Instead, they want work and respect and business to be able to make decisions that move their lives along. They want desperately to forget and rebuild anew; thankful for their lives. They want radios and cell phones and grasp at any semblance of normalcy. They cuddle and nurse their newborns like delicate, cherished gifts. What they don’t talk about is justice. They talk about how to forgive and move on.

But I can’t tell you their story. Why? Someone else has taken over their part in this complex saga, simplified it, branded it, packaged it and is reselling it as an Action Kit. For as little as $30 and up to $500, you get your very own pimplicious t-shirt (that was made somewhere other than Uganda or Africa) and various assortments of SWEDOW you won’t care about in a month. But hey! At least you did something!

The academics have weighed in on this debate here, and here, and here and will continue to do elsewhere in the coming days. The click-activists, denied context and nuance, have spewed their ignorance all over the comments section in self-righteous indignation for all the world to see. They have whipped out their wallets and bought their very own Super Hero activist action kits. They have bombarded their friend’s Facebook wall with ignominious updates.

“You must watch this! I already ordered my action kit!”

If we all start from the premise that Kony’s actions over the last 25 years in East and Central Africa are atrocious and he should be stopped, we would be cut of the same moral cloth. Evil is something that is easy to point out from afar. But if we conclude that any one individual/organization/group has the right to hijack the voice of so many in the name of good, then I have a common sense pill to sell you.

Let me be honest. Africa is not short of problems, epidemics and atrocities. But it is also true that it is not short of miracles, ingenuity, and a proclivity to surprise. We as Africans, especially the Diaspora, are waking to the idea that our agency has been hijacked for far too long by well-meaning Western do-gooders with a guilty conscious, sold on the idea that Africa’s ills are their responsibility. This particular affliction is called “white man’s burden” in some circles. Please don’t buy into this. Africa’s problems are our own. I asserted as much almost 5 years ago when I started Project Diaspora.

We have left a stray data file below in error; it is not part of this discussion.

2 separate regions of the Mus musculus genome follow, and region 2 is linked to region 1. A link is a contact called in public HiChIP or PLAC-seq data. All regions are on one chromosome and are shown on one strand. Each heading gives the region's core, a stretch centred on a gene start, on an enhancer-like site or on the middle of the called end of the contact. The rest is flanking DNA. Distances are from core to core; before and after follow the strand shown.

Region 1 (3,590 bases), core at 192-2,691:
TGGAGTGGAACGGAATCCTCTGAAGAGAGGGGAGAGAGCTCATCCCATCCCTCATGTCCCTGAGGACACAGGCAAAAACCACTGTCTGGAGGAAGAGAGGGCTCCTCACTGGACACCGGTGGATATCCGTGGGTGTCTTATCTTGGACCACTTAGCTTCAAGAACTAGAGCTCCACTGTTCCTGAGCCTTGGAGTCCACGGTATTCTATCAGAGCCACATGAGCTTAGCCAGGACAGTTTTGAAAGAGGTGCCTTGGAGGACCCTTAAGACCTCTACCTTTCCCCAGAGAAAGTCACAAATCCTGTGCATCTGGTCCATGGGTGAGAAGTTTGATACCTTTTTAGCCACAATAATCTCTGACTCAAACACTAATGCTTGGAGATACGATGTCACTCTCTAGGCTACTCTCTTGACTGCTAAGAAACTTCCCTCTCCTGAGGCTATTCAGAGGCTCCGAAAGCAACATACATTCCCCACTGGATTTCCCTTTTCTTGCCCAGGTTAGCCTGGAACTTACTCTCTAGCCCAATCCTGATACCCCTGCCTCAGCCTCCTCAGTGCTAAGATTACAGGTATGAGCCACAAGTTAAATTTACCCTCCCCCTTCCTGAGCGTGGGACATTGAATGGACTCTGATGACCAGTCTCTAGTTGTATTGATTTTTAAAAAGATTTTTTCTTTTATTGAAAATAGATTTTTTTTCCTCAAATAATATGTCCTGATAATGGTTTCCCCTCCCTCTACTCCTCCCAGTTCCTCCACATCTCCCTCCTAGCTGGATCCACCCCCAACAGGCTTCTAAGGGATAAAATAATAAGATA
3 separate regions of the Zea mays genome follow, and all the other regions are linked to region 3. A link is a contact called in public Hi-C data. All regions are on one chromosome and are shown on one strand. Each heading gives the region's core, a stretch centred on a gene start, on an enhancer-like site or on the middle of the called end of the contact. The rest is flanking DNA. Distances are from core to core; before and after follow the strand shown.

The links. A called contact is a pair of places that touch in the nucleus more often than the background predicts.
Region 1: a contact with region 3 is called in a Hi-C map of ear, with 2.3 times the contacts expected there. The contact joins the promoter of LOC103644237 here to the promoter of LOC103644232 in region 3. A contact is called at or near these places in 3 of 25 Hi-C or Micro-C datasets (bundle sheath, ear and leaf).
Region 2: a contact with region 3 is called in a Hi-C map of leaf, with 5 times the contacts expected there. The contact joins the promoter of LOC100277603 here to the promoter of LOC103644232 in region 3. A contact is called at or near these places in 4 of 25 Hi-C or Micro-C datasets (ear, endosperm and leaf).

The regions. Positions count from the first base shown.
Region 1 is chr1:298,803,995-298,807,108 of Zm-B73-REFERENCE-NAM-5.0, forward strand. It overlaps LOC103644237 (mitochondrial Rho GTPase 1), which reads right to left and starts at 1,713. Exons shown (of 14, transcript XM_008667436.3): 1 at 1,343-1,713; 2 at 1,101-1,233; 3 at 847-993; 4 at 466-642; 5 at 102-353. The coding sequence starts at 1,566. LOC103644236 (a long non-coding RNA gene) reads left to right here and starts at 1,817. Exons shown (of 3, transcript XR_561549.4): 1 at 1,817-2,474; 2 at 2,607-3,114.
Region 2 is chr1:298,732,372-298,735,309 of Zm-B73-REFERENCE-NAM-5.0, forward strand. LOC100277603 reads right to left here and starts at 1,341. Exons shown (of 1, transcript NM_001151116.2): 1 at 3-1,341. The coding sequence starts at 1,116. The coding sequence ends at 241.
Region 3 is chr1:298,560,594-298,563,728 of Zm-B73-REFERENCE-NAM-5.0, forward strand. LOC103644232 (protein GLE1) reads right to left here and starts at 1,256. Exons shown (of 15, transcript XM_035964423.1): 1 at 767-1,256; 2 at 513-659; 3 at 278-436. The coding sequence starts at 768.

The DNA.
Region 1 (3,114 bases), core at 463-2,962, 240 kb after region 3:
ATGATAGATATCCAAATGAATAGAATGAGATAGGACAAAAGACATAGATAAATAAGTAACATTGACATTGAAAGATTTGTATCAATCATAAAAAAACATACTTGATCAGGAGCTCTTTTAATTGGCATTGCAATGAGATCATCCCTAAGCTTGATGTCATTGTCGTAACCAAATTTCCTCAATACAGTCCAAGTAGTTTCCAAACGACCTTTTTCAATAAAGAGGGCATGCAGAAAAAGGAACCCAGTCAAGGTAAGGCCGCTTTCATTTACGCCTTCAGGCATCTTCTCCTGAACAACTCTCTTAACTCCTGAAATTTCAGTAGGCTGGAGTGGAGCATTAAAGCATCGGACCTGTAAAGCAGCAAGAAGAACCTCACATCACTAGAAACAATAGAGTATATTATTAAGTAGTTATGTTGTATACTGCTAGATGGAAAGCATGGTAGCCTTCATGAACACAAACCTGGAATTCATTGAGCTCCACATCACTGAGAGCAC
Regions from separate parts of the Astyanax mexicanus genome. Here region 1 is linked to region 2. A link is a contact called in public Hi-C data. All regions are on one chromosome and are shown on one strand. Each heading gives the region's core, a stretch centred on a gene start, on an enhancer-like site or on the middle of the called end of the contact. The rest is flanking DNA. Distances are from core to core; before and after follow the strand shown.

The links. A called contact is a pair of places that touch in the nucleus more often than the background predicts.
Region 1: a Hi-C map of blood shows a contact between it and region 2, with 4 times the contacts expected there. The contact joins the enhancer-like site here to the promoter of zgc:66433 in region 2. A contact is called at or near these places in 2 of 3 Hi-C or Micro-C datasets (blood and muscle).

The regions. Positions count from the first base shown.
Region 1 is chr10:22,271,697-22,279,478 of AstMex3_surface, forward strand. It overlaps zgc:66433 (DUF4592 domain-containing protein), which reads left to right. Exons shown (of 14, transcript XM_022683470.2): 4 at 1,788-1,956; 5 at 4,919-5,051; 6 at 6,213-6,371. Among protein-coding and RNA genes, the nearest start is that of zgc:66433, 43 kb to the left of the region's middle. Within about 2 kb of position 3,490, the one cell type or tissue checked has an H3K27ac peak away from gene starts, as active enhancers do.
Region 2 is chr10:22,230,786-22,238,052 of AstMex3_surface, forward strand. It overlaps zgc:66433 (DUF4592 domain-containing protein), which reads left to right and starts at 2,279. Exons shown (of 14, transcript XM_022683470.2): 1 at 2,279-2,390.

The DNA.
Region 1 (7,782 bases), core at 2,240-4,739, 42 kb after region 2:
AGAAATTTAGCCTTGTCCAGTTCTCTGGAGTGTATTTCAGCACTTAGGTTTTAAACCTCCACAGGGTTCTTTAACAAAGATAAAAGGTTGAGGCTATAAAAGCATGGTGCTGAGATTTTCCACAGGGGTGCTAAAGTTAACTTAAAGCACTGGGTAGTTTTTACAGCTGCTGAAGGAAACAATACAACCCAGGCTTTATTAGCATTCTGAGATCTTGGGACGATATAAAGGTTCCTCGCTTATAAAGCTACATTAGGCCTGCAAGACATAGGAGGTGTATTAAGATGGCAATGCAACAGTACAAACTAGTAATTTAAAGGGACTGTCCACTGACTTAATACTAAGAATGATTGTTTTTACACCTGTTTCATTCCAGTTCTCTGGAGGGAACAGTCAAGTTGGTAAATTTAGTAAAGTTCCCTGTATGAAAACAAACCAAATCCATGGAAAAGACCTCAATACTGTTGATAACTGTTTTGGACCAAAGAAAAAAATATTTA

And so to you we send this solemn pledge. No longer are we satisfied with the status quo. No longer will we look to the West and the East for a saviour to come. We here claim our political struggles as our own; our short comings as our own; our unrest as our own; our dissidence as our own; our broken infrastructure as our own; our diseases as our own; our uneducated as our own; our corruption as our own; our unfed children as our own.

We have to be given due courtesy to at least try to develop capacities adequate enough to address our issues. We will never develop that capacity to do so if IC and others think selling Action Kits delivers utopia. It didn’t change our way of life when IC started, and it certainly isn’t going to change our reality when the clock expires on December 31st.

I am coherent enough to realize when someone is trying to genuinely do good. At the surface, there’s nothing wrong with that. There is something wrong with assuming that the people who you are trying to help 1) need help, 2) want your help, or 3) can’t help themselves. IC and this video assumes all the above. Before anyone says ‘why haven’t you done anything to stop Kony?’, may I point out that it took the world’s most sophisticated army over a decade and billions of dollars to catch Osama bin Laden. Kony has been on the run for 25+ years. On a continent 3 times the size of America. Catching & stopping him is not a priority of immediate concern. You know what is? Finding a bed net so that millions of kids don’t die every day from malaria. How many of you know that more Ugandans died in road accidents last year (2838) than have died in the past 3 years from LRA attacks in whole of central Africa(2400)? We’ve picked our battles and we chose to simply try to live. And the world should be helping us live on our own terms, by respecting our agency to choose which battles to put capacity towards.

I’ve never heard of Germans running NGOs in [the United States of] America to try and fix the economy or Swedish NGOs in America trying to fix the declining standard of living. Africa is our problem, we hereby respectfully request you let us handle our own matters. We will make mistakes here and there, sure. That is expected. But the trade-off of writing our own destiny far outweighs the self-assigned guilt the world assigned to us. If you really want to help, keep the guilt and charity in your backyard. Bring instead, respect, and the humility to let us determine our destiny.